– by the Technicians of Group K
PREFACE – During the later part of 1993 and early 94, numerous performance shops nationwide started selling Yamaha stroker cranks and components. By late spring, thousands of Yamahas with these stroker parts were run for the first time. In short order, many stroker owners found that their $2000 – $6000 stroker was no faster than their limited boat. The phones of Group K were besieged by unhappy stroker owners looking for someone who would “fix” their slow strokers. These owners told us they had been “blown off” by the folks that sold them their stroker parts. Our testing, in 1993, led us to believe that there is no “reasonably priced” way to make a stroker run significantly faster than our 55 mph 701 Hammer kits. It was not practical to describe the technical reasons to each caller over the phone. Instead of wasting our technician’s time on these lengthy and fruitless phone calls, we produced the following pamphlet that could be mailed. The sellers of stroker engines did not like the pamphlet (a lot), however to date none of these shops has offered to resolve slow stroker motors from other shops.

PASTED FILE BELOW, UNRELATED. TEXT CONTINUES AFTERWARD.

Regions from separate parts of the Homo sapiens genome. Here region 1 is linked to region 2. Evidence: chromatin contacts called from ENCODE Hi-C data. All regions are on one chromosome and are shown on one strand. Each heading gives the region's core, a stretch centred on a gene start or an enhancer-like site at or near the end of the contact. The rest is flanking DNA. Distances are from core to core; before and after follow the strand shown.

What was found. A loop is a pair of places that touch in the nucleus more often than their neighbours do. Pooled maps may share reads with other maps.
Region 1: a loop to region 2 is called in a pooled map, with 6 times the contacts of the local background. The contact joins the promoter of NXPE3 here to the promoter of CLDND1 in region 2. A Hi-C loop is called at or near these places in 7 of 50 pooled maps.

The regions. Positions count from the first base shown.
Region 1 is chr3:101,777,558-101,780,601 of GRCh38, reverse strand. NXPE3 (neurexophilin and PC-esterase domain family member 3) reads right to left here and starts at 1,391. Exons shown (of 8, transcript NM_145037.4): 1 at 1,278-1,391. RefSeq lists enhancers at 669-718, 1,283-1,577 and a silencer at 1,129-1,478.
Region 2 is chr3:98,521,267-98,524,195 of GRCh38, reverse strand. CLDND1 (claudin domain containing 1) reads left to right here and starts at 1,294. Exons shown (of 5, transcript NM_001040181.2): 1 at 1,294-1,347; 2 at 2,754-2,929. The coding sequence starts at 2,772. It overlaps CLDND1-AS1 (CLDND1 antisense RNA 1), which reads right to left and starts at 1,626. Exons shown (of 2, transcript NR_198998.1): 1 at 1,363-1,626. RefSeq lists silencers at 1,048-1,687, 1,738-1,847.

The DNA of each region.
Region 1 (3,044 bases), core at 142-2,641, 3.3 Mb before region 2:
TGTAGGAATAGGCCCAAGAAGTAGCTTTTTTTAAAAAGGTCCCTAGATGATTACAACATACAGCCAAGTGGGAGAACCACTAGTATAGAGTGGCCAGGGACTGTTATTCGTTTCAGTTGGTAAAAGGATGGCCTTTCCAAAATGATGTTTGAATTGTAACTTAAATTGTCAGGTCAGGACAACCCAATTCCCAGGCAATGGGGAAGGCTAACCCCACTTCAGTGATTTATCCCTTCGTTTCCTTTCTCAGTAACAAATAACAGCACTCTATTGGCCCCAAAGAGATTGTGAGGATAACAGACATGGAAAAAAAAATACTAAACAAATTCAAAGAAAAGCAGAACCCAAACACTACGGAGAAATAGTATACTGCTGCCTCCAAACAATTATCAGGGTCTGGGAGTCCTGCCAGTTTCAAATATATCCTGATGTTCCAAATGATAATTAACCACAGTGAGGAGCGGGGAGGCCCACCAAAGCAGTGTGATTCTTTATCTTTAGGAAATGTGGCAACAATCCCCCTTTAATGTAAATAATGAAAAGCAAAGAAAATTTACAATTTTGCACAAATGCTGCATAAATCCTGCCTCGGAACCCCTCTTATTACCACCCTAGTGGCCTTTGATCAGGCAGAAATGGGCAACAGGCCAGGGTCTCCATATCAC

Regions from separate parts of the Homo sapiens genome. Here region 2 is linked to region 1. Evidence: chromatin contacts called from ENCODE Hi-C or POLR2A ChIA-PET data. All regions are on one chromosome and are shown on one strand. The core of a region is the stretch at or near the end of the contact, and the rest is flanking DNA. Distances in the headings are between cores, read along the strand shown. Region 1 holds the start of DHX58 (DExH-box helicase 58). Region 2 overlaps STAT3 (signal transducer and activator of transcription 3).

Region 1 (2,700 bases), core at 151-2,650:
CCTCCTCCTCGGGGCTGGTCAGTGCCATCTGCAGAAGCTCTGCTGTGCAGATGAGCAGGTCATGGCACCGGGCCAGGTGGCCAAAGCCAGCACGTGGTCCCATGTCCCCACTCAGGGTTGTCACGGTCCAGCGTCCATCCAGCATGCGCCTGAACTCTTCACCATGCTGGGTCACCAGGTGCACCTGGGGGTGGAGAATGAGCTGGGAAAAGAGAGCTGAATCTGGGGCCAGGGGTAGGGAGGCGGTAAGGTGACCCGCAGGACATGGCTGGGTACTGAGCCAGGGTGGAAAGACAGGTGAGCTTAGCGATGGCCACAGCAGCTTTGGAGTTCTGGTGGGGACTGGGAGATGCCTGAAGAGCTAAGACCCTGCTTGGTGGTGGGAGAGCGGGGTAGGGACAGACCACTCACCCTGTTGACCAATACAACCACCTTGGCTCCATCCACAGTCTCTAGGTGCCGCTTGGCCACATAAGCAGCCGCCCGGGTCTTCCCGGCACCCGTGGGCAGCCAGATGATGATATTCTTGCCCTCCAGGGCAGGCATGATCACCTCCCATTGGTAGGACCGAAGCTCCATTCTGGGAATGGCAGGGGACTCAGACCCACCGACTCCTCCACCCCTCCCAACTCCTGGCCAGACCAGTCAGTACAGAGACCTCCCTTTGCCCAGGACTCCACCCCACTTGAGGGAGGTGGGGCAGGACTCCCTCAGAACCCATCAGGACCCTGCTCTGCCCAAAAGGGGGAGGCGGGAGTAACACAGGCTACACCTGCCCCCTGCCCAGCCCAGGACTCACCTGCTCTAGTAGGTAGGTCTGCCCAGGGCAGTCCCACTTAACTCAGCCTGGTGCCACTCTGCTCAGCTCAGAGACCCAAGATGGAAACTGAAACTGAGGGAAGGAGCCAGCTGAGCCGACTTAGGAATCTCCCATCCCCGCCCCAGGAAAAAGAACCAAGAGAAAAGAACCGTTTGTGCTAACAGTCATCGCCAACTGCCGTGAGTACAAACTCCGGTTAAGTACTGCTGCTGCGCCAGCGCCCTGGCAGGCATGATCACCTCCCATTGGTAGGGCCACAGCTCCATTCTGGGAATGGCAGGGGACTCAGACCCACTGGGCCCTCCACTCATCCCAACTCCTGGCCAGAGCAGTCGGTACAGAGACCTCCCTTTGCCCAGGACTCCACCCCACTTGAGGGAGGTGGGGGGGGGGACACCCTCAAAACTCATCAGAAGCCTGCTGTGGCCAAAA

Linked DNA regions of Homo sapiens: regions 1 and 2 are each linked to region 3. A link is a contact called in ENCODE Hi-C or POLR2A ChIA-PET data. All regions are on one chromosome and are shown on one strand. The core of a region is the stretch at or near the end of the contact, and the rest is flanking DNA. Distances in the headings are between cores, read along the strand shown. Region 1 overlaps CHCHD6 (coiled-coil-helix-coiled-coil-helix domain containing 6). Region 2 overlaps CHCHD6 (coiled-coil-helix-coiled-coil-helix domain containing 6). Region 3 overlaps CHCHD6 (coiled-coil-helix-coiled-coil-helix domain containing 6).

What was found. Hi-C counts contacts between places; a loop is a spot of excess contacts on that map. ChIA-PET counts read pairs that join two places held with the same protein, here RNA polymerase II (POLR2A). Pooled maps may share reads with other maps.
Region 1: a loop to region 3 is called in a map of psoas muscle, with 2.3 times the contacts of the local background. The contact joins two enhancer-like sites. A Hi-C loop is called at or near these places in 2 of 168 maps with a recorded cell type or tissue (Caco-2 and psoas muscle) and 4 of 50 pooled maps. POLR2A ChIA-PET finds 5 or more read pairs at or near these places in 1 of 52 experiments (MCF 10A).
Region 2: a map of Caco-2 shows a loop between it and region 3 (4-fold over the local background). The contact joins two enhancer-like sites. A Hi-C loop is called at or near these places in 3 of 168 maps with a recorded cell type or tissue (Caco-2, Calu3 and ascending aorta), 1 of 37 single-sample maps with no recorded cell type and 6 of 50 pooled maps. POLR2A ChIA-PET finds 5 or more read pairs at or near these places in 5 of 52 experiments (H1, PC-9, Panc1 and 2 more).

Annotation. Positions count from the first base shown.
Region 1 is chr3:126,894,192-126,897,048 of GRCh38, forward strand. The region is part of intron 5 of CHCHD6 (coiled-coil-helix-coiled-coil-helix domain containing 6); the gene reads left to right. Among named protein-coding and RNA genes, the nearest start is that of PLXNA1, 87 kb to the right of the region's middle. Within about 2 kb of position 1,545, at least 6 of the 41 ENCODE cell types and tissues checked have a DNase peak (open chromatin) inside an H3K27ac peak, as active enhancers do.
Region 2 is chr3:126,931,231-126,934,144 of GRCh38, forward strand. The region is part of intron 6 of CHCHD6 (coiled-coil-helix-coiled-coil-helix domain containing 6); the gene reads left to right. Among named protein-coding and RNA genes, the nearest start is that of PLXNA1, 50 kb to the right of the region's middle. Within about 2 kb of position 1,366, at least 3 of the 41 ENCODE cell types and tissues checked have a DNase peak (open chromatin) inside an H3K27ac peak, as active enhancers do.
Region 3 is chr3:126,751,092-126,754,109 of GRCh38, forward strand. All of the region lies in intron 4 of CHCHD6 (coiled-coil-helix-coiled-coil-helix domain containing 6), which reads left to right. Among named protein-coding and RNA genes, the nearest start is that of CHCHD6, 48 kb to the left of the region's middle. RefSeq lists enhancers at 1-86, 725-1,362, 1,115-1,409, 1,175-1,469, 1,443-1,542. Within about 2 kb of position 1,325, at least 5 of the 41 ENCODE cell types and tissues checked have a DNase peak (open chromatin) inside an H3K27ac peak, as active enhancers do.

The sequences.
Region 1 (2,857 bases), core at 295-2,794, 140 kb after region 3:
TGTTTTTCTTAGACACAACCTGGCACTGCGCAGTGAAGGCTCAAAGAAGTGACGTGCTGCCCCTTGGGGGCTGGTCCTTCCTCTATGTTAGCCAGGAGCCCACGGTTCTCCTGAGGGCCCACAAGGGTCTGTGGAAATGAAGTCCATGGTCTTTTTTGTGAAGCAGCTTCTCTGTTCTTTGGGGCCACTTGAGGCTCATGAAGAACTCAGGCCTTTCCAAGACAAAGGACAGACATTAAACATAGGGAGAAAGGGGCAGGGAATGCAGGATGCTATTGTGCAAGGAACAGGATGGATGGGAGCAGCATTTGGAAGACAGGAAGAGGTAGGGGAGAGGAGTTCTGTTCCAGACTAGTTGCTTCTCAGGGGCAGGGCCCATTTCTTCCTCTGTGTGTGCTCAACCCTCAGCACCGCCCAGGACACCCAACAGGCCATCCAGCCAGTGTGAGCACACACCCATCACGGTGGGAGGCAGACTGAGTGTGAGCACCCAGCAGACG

ADA of Phoenix AZ, has linked their site to this document in an effort to discredit the information. Their respondent document “The Truth About Strokers” makes many weak and half true observations. It’s context is often adolescent and vaguely worded. While most of the points in their document don’t dignify an intellectual response…a few do. Our responses to those points are at the end of our article here. Happy Reading. Harry Klemm
ABOUT YAMAHA STROKER ENGINES